Higher rates of poverty, more mental health problems and more often the victims of violence. Women are also less likely to have access to good quality food and education. In the eyes of Tessa Roseboom, Professor of Early Development and Health at Amsterdam UMC, although "only" half of the world's population is female, gender equality affects all of us.  

"Every human being is shaped by the environment in which it developed, the first nine months of which were in our mother’s womb," adds Roseboom.  

Therefore, it is essential that this environment, from the very earliest stages of life into early childhood, is as healthy as possible. Research shows that stressful surroundings in early life affect both organ and tissue development. "These surroundings during critical periods of development leads to permanently altered structures and functions. We've seen that this results in lasting consequences for behaviour, the ability to learn and susceptibility to disease," says Roseboom.  

Influence of Stress

Studies have shown that children born to a mother who has experienced a severely stressful event during pregnancy use different, less flexible, learning strategies. Whereas Roseboom's own research regarding the Dutch famine, during the second world war, has shown that children born from malnourished mothers were more susceptible to chronic diseases such as cardiovascular disease. In this case due to structural changes in the heart.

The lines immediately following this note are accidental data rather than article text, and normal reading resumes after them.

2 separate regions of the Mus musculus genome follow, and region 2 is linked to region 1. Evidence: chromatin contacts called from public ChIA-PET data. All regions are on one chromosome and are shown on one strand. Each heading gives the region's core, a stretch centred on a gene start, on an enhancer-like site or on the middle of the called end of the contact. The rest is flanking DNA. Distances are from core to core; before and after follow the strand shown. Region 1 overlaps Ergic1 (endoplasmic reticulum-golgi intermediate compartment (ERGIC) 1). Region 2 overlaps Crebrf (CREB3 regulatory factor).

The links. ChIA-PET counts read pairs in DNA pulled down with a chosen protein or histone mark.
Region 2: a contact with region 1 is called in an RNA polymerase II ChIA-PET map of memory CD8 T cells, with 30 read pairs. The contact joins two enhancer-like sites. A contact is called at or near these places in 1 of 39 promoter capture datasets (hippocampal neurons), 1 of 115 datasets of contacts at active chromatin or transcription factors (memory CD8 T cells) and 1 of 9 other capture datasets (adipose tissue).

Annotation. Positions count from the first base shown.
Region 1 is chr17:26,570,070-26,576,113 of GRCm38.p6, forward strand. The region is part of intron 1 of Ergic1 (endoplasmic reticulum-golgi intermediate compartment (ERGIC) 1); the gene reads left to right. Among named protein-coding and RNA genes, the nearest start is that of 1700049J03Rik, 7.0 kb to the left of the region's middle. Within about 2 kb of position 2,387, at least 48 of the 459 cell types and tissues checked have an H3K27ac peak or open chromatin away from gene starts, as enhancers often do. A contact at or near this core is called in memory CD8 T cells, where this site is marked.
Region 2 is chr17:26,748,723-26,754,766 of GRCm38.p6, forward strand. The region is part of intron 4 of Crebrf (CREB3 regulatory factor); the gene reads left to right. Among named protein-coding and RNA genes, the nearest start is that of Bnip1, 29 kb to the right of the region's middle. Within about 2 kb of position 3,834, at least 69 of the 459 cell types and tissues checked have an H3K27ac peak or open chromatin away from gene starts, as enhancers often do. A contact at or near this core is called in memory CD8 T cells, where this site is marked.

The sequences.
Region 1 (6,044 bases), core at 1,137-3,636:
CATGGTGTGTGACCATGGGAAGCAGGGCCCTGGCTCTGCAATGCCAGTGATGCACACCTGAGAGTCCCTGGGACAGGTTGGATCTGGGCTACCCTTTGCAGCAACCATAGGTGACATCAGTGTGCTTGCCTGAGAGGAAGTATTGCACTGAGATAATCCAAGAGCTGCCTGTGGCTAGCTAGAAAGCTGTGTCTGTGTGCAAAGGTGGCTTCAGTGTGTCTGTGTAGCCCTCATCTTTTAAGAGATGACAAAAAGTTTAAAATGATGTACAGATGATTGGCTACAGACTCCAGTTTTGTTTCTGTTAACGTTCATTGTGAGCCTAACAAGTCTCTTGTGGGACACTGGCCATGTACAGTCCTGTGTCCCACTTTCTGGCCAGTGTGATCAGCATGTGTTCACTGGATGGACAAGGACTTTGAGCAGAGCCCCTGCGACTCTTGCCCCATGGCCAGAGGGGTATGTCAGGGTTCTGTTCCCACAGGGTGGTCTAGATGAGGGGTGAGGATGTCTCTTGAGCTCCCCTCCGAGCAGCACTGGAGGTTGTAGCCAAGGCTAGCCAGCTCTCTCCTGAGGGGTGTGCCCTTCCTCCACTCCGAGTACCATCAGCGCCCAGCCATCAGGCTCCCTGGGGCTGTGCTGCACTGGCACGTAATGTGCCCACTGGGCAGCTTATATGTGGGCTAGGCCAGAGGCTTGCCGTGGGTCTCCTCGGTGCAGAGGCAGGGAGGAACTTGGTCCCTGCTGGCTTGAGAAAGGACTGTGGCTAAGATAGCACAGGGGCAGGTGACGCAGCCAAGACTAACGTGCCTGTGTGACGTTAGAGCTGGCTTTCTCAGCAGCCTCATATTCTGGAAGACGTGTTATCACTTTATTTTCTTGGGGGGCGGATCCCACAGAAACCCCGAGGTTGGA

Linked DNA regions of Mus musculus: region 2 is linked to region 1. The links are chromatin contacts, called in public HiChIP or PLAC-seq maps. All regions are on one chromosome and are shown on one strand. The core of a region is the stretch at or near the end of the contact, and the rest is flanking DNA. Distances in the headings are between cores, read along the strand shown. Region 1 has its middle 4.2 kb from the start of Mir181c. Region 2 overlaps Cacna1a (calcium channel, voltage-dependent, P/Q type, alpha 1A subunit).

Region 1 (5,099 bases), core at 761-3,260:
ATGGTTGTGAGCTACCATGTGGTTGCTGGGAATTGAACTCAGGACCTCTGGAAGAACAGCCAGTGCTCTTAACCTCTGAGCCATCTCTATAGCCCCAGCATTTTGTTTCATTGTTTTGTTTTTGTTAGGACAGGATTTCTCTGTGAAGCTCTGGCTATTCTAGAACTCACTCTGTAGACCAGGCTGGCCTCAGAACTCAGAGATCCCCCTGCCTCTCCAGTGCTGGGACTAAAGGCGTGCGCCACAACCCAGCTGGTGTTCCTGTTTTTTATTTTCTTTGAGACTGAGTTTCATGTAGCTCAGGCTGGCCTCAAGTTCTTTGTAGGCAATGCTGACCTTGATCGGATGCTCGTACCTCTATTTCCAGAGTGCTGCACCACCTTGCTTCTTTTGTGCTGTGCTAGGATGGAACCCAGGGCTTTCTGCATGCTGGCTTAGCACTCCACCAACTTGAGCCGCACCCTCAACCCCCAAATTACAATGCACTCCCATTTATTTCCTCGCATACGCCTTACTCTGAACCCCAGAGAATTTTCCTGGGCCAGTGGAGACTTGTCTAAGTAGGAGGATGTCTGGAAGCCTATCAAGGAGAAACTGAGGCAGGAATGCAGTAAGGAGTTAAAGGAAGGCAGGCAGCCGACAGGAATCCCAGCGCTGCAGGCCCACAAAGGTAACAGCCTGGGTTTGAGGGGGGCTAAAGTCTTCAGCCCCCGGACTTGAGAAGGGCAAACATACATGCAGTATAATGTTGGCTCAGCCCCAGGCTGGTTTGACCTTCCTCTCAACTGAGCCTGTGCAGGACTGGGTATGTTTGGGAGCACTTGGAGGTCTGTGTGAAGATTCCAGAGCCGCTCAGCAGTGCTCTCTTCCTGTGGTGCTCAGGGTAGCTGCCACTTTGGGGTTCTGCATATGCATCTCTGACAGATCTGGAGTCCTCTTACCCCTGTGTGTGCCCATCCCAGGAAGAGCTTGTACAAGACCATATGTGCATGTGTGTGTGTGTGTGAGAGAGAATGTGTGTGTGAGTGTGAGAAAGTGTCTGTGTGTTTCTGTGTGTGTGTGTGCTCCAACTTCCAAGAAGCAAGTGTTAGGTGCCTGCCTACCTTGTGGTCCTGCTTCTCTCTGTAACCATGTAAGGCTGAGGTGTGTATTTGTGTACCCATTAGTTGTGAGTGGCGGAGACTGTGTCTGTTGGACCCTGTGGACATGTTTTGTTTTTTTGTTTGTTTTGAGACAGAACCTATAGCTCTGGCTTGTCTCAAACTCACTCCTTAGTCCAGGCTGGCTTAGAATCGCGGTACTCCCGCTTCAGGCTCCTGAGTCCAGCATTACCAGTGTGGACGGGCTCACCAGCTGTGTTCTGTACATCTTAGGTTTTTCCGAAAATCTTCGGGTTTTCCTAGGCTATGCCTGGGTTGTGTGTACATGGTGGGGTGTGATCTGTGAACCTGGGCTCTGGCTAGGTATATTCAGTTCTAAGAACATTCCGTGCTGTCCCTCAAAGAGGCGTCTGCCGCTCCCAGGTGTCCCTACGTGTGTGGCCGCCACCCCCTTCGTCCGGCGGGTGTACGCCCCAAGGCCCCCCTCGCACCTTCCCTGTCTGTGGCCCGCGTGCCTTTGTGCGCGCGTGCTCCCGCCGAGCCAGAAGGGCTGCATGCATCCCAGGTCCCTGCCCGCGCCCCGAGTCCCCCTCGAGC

"Millions of children are failing to reach their developmental potential because they were exposed to poverty, violence, poor nutrition, and stress during critical periods of growth and development. On top of all the consequences for their personal lives his makes them also less able to contribute to society," adds Roseboom,  

In the case of poverty, the effects are seen all across the world. Whether in the United States or Uganda, children who grow up in, relative, poverty suffer from poor development and poor health. While poverty is often seen as a complex problem, one that is both individual and societal, there is evidence to suggest that alleviating poverty, through cash or near-cash subsidies, have lasting positive effects on child development. For example, through improved cognitive and school performance, graduation rates and adult earnings.  

Working together toward a healthier future

The combination of detrimental societal and personal effects means that, for Roseboom, we should all "work together towards gender equality, as a healthier future starts with each and every child getting a good start in life, from the very beginning."  

Starting with attempting to combat the problem of inequality through the means that have been show to work. For example, through more funding more but also through empowerment of women and education. With studies showing that empowerment results in improved health outcomes for children. "Gender equality is not only a fundamental human right, but also a necessary foundation for healthier future generations,” Roseboom concludes.